Big boost to police resources
South Hedland’s police force is to receive a big boost, with seven extra officers and a police dog being added to the team.
Police Minister Michelle Roberts, who travelled to South Hedland Police Station for the announcement, said the permanent additions would make Hedland a safer place.
The seven recruits, who follow four new detectives at Port Hedland Police Station, will include two new sergeants, one of whom will focus on liquor enforcement and alcohol-related harm.
South Hedland Senior Sergeant Dean Snashall said the team was excited about the extra resources because it would allow more scope for a combination of proactive and reactive policing methods.
“There were some clear indications over recent months that having the access to extra police officers assisted in reducing reported crime,” he said. “I was able to experiment during the last three months by deploying the extra resources in a variety of targeted operations. It was these operations that have not previously been possible due to the tasking demands on my staff that have produced some very positive results.”
The extra resources come as a three-month rotation of additional officers in Port Hedland has ended, which has led to a significant decrease in crime, South Hedland station statistics show.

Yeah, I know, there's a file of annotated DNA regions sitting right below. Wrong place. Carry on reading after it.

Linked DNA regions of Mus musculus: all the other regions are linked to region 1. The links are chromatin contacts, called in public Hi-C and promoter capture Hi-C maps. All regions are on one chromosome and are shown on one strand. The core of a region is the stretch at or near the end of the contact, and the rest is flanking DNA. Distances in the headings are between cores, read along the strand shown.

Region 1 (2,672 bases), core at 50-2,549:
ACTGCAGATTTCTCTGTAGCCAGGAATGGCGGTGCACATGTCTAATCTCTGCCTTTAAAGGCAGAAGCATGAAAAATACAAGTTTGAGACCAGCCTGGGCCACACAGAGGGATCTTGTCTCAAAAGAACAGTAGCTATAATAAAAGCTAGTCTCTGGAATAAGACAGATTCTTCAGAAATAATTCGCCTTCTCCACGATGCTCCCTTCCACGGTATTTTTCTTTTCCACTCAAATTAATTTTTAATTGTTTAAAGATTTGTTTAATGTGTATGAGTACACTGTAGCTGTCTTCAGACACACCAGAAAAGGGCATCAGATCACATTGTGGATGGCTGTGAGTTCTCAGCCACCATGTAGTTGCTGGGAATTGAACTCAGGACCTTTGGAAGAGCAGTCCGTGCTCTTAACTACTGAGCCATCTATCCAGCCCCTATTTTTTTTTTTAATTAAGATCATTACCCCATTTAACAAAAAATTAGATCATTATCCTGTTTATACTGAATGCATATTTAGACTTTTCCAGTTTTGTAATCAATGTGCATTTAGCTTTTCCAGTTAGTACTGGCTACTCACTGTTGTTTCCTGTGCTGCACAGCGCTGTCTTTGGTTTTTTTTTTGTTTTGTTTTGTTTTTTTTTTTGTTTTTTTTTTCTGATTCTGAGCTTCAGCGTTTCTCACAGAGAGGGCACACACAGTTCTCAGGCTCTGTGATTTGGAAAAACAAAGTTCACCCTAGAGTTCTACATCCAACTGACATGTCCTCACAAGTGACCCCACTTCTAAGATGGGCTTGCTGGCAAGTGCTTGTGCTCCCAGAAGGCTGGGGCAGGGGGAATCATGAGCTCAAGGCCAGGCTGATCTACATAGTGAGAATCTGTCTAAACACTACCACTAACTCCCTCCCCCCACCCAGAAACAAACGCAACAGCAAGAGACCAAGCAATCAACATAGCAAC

Ms Roberts said it was feedback from new Minister for the Pilbara Kevin Michel that helped highlight the need for resources at a ministerial level.
“While the local team here has been making some inroads in crime rates, there’s still a lot more to be done,” she said.
“Police recently determined they could free up resources to send the additional resources here.
“The police dog and the dog handler based here in South Hedland will be a first ... the police dogs are amazing and they do great work in the local community.”
During the 11-week deployment of additional officers at South Hedland Police Station, there has been a 59 per cent decrease in motor vehicle theft, a 37 per cent fall in burglaries, a 21 per cent cut in domestic assaults and a 33 per cent decline in stealing.
“It must be said that simply placing extra police on the beat is not what reduced the crime but rather it was the manner in which they were deployed,” Sen. Sgt Snashall said.
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